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Catholic Word of the Day: MATERIAL CO-OPERATION, 05-11-12 ^ | 05-11-12 | Fr. John Hardon's Modern Catholic Dictionary

Posted on 05/11/2012 8:17:31 AM PDT by Salvation

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Assisting in another's wrongdoing without approving it. The help given assists a person to perform the sinful action, although of itself the help is not wrong. To provide necessary information to a thief, because one is forced to, would be material co-operation. Material co-operation with another person's evil action is allowed provided certain conditions are fulfilled. Such collaboration is licit because the co-operator does not internally approve of the sin of another, nor does he or she approve of the sinful use to which the assistance is put by the other. The following principles are standard in resolving this complex moral issue:

Two kinds of material co-operation are to be distinguished: immediate and mediate.

In immediate material co-operation, one person actually does something morally wrong with another person. Thus if a surgeon and an assistant are both engaged in actually aborting a fetus, the co-operation of the assistant is immediate. Immediate material co-operation in the sinful act of another is always wrong. It is pointless to say that a person who is not under duress performs a criminal action without intending to do so.

Mediate material co-operation is concurring in the wrong action of another, but not in such a way that one actually performs the act with the other or agrees with the evil intention of the other. While doing something that is in itself good or indifferent, a person rather gives an occasion to another's sin, or contributes something by way of assistance.

The morality of mediate material co-operation is to be judged on the principle of the double effect. In applying this principle, there are four basic norms to be observed. Among these norms is the obligation not to intend the evil effect (as would really be intended in immediate material co-operation) and the need for sufficient reason to permit the evil effect. The presence of a proportionate reason is not sufficient to allow what is called material co-operation.


All items in this dictionary are from Fr. John Hardon's Modern Catholic Dictionary, © Eternal Life. Used with permission.

TOPICS: Apologetics; Catholic; Moral Issues; Theology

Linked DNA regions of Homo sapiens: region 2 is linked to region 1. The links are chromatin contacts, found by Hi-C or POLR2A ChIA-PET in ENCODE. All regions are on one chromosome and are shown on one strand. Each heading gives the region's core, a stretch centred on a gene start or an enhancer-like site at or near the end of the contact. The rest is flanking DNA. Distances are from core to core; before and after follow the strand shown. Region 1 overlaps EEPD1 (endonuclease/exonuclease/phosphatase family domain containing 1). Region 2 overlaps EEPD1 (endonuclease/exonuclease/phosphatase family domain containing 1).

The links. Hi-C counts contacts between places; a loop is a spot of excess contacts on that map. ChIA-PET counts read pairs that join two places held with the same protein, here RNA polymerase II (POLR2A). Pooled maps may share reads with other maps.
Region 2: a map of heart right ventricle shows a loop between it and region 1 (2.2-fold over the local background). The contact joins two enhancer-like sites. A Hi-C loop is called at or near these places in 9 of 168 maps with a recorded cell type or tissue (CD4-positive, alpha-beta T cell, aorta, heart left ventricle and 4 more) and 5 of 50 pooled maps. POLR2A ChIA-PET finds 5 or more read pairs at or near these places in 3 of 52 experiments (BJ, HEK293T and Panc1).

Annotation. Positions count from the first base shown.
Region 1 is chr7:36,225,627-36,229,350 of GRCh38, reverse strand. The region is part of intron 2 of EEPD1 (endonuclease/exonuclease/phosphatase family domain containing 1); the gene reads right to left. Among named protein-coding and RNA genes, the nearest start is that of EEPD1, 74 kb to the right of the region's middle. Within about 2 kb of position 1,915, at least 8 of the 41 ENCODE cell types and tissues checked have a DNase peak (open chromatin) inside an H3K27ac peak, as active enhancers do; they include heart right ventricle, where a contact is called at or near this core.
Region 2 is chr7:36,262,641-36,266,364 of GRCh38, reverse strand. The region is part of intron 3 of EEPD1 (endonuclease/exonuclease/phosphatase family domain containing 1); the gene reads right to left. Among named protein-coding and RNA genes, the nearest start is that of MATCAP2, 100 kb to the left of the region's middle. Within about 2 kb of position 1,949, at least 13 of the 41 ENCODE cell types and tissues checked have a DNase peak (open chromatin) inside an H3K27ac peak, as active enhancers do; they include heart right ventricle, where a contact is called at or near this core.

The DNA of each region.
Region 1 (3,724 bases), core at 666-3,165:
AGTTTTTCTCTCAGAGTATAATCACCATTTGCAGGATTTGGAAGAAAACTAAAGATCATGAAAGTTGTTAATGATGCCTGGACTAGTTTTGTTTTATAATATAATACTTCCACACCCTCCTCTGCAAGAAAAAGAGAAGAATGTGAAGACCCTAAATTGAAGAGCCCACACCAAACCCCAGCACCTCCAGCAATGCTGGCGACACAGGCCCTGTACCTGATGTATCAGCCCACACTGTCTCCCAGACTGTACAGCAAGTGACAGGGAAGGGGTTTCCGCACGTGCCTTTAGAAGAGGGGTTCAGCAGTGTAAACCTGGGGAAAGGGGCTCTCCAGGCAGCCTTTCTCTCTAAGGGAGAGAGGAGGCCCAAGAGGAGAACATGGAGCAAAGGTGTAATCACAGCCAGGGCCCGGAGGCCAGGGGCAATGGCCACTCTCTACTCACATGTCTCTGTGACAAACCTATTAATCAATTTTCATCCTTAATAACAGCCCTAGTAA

KEYWORDS: catholic; morality; sin
There are many times when material cooperation is a sin.
1 posted on 05/11/2012 8:17:32 AM PDT by Salvation
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The principle that says it is morally allowable to perform an act that has at least two effects, one good and one bad. It may be used under the following conditions: 1. the act to be done must be good in itself or at least morally indifferent; by the act to be done is meant the deed itself taken independently of its consequences; 2. the good effect must not be obtained by means of the evil effect; the evil must be only an incidental by-product and not an actual factor in the accomplishment of the good; 3. the evil effect must not be intended for itself but only permitted; all bad will must be excluded form the act; 4. there must be a proportionately grave reason for permitting the evil effect. At least the good and evil effects should be nearly equivalent. All four conditions must be fulfilled. If any one of them is not satisfied, the act is morally wrong.

An example of the lawful use of the double effect would be the commander of a submarine in wartime who torpedoes an armed merchant vessel of the enemy, although he foresees that several innocent children on board will be killed. All four required conditions are fulfilled: 1. he intends merely to lessen the power of the enemy by destroying an armed merchant ship. He does not wish to kill the innocent children; 2. his action of torpedoing the ship is not evil in itself; 3. the evil effect (the death of the children) is not the cause of the good effect (the lessening of the enemy's strength); 4. there is sufficient reason for permitting the evil effect to follow, and this reason is administering a damaging blow to those who are unjustly attacking his country.

All items in this dictionary are from Fr. John Hardon's Modern Catholic Dictionary, © Eternal Life. Used with permission.

2 posted on 05/11/2012 8:21:49 AM PDT by Salvation ("With God all things are possible." Matthew 19:26)
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To: JRandomFreeper; Allegra; BlackVeil; Straight Vermonter; Cronos; SumProVita; AnAmericanMother; ...

Catholic Word of the Day – links will be provided later by another FReeper.  (Would anyone like to help with this?)


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Material Co-operation





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3 posted on 05/11/2012 8:23:12 AM PDT by Salvation ("With God all things are possible." Matthew 19:26)
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